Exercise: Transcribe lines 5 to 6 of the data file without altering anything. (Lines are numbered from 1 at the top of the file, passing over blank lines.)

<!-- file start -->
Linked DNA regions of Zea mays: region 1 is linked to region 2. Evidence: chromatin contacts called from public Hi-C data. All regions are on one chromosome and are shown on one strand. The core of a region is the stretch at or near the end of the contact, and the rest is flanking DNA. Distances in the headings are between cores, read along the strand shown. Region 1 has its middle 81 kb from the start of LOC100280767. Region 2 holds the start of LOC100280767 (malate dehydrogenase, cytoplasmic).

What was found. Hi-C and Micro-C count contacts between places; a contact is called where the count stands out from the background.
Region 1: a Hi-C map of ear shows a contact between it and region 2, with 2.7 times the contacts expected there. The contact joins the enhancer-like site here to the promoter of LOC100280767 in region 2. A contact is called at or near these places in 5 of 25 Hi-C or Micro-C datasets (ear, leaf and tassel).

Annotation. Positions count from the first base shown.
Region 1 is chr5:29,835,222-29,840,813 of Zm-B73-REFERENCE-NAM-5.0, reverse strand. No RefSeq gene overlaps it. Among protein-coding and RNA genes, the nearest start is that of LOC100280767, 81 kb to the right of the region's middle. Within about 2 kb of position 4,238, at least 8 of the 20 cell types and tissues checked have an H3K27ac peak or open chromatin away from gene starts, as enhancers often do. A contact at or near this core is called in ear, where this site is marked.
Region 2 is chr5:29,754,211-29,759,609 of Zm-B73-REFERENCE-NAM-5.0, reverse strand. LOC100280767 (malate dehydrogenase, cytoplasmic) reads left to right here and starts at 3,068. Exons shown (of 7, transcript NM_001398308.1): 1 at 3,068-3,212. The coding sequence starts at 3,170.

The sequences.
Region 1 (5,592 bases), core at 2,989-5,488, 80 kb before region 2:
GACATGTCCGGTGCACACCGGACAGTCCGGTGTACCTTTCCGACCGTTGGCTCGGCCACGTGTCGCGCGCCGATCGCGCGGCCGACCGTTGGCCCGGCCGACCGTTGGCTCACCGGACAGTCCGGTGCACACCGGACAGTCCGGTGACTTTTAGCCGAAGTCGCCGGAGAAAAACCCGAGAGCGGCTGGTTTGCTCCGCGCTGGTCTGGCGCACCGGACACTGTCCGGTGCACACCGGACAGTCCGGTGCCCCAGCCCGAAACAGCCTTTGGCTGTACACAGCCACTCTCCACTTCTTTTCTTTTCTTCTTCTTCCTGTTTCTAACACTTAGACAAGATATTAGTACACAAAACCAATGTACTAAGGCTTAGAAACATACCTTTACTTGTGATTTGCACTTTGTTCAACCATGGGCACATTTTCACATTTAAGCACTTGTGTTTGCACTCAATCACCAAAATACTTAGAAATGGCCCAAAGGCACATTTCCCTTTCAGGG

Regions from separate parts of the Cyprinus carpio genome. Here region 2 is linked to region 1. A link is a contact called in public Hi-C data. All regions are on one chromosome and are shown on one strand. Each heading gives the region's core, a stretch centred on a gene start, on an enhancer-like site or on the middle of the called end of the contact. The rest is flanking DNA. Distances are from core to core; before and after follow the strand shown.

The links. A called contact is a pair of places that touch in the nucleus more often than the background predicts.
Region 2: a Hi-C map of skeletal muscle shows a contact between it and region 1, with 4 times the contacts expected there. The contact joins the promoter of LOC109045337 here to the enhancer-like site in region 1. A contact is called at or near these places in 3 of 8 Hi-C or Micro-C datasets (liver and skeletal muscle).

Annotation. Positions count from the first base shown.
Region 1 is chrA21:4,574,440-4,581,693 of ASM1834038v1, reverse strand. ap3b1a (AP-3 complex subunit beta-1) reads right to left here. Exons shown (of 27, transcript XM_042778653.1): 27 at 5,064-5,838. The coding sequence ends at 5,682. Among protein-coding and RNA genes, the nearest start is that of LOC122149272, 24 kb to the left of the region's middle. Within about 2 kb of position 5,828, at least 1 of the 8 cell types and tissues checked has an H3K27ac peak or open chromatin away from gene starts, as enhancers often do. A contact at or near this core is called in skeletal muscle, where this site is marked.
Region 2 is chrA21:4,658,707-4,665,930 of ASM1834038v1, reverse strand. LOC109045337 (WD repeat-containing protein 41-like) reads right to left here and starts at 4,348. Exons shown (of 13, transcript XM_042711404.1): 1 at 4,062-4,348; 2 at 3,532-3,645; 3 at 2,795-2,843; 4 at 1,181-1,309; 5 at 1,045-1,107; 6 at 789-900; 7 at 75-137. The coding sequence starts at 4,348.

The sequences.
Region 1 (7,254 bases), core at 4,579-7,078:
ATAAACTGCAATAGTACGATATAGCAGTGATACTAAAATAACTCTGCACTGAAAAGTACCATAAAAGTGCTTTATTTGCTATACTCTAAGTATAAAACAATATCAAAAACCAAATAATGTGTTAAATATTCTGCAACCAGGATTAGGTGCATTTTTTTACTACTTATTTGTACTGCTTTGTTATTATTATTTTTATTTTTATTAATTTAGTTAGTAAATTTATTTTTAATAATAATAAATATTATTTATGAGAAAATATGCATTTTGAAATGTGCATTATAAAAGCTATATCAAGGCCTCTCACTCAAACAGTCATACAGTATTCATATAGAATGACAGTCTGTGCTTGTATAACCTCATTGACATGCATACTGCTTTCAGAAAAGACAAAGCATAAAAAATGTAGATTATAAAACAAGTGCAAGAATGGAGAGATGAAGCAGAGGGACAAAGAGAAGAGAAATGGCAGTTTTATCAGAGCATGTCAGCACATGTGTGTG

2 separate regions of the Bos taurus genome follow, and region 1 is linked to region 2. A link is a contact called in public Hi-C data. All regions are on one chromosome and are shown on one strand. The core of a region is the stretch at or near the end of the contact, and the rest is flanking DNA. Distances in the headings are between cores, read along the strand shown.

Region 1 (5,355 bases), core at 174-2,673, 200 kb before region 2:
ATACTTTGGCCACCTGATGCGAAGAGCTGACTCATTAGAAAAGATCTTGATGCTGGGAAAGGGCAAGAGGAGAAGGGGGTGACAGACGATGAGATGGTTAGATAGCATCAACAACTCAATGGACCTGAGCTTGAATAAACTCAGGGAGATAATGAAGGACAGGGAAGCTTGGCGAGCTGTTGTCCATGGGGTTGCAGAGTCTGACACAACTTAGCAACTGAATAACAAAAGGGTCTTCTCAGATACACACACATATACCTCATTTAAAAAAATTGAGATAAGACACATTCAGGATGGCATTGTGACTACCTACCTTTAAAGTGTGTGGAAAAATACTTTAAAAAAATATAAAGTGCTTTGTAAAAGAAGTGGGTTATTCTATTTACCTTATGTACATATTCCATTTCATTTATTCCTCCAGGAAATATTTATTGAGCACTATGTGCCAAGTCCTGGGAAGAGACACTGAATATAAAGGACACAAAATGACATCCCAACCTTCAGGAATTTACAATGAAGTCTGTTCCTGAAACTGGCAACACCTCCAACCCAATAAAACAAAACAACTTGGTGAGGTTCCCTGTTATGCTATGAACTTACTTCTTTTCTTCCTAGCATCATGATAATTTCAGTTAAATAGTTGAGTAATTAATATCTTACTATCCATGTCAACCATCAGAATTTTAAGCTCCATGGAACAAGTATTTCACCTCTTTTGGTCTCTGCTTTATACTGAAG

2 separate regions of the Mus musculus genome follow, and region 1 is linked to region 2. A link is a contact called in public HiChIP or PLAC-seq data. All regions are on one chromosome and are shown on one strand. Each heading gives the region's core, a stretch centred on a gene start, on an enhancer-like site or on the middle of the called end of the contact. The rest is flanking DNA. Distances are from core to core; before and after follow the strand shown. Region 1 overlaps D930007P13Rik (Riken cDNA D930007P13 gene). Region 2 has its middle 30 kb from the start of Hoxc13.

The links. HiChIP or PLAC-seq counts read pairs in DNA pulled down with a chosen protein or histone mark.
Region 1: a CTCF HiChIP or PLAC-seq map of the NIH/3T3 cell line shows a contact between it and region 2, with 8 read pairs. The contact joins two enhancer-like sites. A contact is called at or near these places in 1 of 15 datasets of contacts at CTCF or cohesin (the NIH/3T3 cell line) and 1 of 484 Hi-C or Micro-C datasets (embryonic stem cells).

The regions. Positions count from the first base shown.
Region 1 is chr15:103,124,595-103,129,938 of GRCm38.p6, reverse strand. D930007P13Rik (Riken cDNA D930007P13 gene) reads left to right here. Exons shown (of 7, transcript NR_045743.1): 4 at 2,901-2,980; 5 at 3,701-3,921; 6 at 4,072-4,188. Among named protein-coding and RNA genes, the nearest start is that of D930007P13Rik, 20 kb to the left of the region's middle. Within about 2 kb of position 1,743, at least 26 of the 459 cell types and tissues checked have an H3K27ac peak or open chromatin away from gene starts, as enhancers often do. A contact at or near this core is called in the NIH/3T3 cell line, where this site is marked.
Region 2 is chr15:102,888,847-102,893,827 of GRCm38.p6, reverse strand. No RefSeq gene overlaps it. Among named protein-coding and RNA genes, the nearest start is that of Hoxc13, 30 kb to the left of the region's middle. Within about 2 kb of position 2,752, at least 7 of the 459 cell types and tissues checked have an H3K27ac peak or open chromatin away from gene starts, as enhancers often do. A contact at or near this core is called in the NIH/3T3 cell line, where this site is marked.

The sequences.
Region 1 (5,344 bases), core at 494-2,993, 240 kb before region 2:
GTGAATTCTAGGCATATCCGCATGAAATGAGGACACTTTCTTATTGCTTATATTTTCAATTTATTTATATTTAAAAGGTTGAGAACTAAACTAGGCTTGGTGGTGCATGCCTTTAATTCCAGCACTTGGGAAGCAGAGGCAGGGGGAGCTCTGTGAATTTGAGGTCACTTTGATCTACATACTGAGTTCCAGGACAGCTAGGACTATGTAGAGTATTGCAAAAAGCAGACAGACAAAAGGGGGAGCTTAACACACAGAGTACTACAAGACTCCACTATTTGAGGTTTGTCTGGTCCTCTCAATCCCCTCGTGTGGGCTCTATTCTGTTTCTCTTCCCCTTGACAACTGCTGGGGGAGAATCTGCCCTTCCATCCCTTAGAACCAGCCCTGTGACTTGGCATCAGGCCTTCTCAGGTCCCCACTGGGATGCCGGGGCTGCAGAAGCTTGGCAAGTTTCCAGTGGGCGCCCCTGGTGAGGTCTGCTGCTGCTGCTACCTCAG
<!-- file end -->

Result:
Region 1 is chr5:29,835,222-29,840,813 of Zm-B73-REFERENCE-NAM-5.0, reverse strand. No RefSeq gene overlaps it. Among protein-coding and RNA genes, the nearest start is that of LOC100280767, 81 kb to the right of the region's middle. Within about 2 kb of position 4,238, at least 8 of the 20 cell types and tissues checked have an H3K27ac peak or open chromatin away from gene starts, as enhancers often do. A contact at or near this core is called in ear, where this site is marked.
Region 2 is chr5:29,754,211-29,759,609 of Zm-B73-REFERENCE-NAM-5.0, reverse strand. LOC100280767 (malate dehydrogenase, cytoplasmic) reads left to right here and starts at 3,068. Exons shown (of 7, transcript NM_001398308.1): 1 at 3,068-3,212. The coding sequence starts at 3,170.